Although the vast majority of Americans have estates that fall under the gift and estate tax exemption, the exemption is set to be cut in half in 2026. Proper planning may be necessary to make sure you are taking full advantage of the current exemption and aren’t negatively affected when it decreases.
The federal estate tax threshold has increased to $12.06 million in 2022. (We’ll call it $12 million since when you get to estates of this size, the extra $60,000 is something of a rounding error.) In all likelihood, this is of little concern to you since fewer than 1 percent of households in the United States have assets totaling more than $10 million, and married couples can double these thresholds. So even fewer American families have a net worth exceeding $24 million.
However, this threshold is set to sunset in 2026 to half of its then-current level. Unless Congress acts in the interim, for those dying in 2026 or later the threshold will be $6.03 million (again, we’ll just say $6 million), adjusted for inflation between now and then. This sunset raises the question as to what happens if a taxpayer makes a taxable gift before 2026 when the threshold is $12 million or more, but dies after 2026 when the threshold has been cut in half. Fortunately, the IRS has answered this question.
How Gift Taxes Work
The annual gift tax exclusion is $16,000 (in 2022). This means that each year you can give $16,000 to as many individuals as you like with neither you nor the recipient having to report the gifts to the IRS. But if you give anyone more than that amount in a single calendar year, you’re supposed to report the excess on a gift tax return. (The recipient still does not have to report it.) It’s still very unlikely that you’ll have to pay any tax because the gifts are only taxed when cumulatively they reach the $12 million threshold. Instead, they erode how much your estate can pass on tax free.
An example should help clarify this. If you give your brother $1.016 million, you will have to report a taxable gift of $1 million. This means that if you pass away before 2026, your estate tax threshold will be $11 million instead of $12 million. There’s still a lot of cushion there, which is why in practice very few people really have to worry about filing gift tax returns.
Pre-2026 Gifts and Post-2026 Estates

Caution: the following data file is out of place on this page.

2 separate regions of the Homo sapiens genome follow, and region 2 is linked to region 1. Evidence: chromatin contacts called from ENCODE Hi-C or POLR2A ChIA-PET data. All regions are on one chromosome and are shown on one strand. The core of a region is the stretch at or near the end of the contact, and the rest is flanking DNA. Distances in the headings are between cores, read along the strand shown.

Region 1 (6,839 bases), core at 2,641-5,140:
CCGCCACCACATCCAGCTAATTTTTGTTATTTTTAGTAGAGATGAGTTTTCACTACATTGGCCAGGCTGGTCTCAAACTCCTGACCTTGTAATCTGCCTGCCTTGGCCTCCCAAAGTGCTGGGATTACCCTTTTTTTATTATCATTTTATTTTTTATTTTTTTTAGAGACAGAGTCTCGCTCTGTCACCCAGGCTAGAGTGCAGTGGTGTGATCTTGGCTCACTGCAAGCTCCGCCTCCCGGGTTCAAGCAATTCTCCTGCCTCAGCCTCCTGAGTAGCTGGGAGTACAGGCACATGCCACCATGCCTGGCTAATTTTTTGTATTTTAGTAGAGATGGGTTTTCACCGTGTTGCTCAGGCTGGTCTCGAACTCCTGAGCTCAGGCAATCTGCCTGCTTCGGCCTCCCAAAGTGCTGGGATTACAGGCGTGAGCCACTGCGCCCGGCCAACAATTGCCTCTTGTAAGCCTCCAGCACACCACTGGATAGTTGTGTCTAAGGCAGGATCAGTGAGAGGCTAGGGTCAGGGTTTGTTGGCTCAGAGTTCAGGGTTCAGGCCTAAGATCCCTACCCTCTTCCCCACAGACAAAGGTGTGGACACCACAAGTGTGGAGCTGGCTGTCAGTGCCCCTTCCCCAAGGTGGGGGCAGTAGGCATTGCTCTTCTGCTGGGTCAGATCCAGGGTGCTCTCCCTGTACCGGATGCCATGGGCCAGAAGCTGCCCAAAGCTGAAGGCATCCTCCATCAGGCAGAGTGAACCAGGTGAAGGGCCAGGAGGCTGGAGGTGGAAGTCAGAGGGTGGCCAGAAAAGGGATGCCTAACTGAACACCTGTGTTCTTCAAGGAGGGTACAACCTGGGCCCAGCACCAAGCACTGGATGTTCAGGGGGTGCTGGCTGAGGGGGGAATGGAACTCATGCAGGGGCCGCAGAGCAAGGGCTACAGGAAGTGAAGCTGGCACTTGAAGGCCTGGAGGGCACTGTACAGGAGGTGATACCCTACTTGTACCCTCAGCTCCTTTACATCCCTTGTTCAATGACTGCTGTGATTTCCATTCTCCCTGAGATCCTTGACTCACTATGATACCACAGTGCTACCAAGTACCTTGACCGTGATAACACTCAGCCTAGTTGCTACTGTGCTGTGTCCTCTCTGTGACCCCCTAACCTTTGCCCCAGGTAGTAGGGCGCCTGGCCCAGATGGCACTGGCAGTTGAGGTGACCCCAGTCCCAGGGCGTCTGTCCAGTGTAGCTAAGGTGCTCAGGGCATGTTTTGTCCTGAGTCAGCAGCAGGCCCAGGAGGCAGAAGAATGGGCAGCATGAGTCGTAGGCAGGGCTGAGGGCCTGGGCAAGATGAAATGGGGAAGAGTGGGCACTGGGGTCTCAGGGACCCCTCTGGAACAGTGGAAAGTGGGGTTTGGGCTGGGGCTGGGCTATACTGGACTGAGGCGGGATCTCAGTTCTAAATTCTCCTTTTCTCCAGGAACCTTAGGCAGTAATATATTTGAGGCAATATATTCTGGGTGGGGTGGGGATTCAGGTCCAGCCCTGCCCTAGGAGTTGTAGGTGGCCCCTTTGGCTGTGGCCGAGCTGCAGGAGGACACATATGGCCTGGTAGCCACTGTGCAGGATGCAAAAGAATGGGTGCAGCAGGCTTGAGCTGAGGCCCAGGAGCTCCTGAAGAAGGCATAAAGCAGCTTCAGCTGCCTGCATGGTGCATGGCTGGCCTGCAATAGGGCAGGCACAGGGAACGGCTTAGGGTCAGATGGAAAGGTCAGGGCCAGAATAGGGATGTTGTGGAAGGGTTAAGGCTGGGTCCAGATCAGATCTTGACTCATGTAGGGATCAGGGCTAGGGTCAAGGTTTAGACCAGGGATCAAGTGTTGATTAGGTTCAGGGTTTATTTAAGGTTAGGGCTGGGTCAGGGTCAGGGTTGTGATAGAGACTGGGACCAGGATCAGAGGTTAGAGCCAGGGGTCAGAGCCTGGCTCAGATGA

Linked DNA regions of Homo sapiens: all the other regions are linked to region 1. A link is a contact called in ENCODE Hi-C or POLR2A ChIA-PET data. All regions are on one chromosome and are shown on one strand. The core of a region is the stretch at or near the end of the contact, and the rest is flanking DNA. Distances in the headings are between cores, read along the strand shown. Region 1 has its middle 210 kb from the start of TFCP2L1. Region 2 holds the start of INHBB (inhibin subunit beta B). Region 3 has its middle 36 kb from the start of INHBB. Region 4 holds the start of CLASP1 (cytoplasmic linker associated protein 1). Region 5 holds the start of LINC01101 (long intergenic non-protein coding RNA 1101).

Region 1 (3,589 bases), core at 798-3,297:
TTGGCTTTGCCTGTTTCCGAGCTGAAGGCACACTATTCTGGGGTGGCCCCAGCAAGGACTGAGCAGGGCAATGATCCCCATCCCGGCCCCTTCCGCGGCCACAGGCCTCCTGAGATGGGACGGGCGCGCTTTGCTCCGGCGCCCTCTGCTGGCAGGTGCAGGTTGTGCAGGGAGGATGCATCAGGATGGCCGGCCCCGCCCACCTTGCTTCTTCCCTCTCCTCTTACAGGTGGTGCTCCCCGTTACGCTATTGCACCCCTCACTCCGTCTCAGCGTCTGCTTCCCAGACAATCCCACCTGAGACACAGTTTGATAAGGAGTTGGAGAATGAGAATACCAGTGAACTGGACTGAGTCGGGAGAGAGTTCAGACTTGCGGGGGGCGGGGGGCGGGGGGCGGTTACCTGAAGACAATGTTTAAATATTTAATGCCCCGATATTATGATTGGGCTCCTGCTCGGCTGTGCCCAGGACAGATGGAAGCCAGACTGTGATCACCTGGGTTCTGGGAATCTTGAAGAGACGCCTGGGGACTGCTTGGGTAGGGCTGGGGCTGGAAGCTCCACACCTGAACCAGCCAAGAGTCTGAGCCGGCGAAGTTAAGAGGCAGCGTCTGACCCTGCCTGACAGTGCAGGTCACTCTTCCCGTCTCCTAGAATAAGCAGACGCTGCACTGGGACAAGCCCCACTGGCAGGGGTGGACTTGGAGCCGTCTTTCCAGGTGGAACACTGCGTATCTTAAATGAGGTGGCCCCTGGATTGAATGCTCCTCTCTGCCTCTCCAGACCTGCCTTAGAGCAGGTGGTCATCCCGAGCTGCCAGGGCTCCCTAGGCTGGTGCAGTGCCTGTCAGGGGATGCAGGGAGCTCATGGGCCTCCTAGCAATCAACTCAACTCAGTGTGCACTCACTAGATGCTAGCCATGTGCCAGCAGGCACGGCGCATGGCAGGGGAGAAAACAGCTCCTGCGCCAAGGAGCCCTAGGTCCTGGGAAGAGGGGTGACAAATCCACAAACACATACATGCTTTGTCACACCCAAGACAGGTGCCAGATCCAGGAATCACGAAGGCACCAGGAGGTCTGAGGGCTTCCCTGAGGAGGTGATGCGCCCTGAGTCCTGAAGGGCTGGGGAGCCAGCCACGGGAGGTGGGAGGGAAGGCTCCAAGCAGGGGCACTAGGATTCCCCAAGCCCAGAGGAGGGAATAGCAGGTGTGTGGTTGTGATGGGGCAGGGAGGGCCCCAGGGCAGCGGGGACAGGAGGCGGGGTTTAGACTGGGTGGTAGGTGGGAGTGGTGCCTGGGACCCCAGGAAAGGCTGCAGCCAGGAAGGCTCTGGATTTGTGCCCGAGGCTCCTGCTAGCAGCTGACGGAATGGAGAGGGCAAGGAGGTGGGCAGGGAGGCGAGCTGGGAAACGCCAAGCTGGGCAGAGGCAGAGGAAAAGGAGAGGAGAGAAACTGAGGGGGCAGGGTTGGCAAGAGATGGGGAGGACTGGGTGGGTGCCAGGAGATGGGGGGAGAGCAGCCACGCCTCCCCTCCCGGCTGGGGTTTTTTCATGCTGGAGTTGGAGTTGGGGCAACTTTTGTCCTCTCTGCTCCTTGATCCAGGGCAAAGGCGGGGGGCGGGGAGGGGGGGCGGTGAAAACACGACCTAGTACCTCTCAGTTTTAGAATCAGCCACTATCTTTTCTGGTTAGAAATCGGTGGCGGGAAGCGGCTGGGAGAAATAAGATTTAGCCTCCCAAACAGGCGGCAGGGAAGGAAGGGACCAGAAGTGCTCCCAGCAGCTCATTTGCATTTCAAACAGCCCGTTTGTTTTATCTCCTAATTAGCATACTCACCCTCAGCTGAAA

But what happens if you die in 2026 or later? Is your effective estate tax threshold reduced to $5 million or is your gift in effect erased because it came under the higher $12 million threshold, still leaving you with a $6 million threshold beginning in 2026?
The answer is that you will get no benefit from the higher threshold because you didn’t give enough away. When taxpayers die in 2026 or later, in most cases their estates will be taxed as if the higher threshold never existed. The exception is if they gave away more than the new lower threshold.
So, for instance, if you had been more generous to your brother and had given him $10.016 million instead of $1.016 million and you died in 2026 or later, the $10 million taxable gift would be your new estate tax threshold instead of $6 million. Everything else in your estate would be subject to tax, but the $10 million you gave your brother would still be gift and estate tax-free. In other words, the IRS has ruled that beginning in 2026 your estate tax threshold will be the greater of the estate tax threshold then in place and the total taxable gifts you have made during life.
If you are in that rarified group that may be affected by these rules, don’t try taking any tax planning steps on your own. Without proper planning, the estate tax savings may be overwhelmed by the increased taxes on capital gains incurred by the gift recipient. Talk to your attorney before doing anything.
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To comply with the U.S. Treasury regulations, we must inform you that (i) any U.S. federal tax advice contained in this newsletter was not intended or written to be used, and cannot be used, by any person for the purpose of avoiding U.S. federal tax penalties that may be imposed on such person and (ii) each taxpayer should seek advice from their tax advisor based on the taxpayer’s particular circumstances.
Nothing in this message is intended to provide legal advice. This message is for educational purposes only.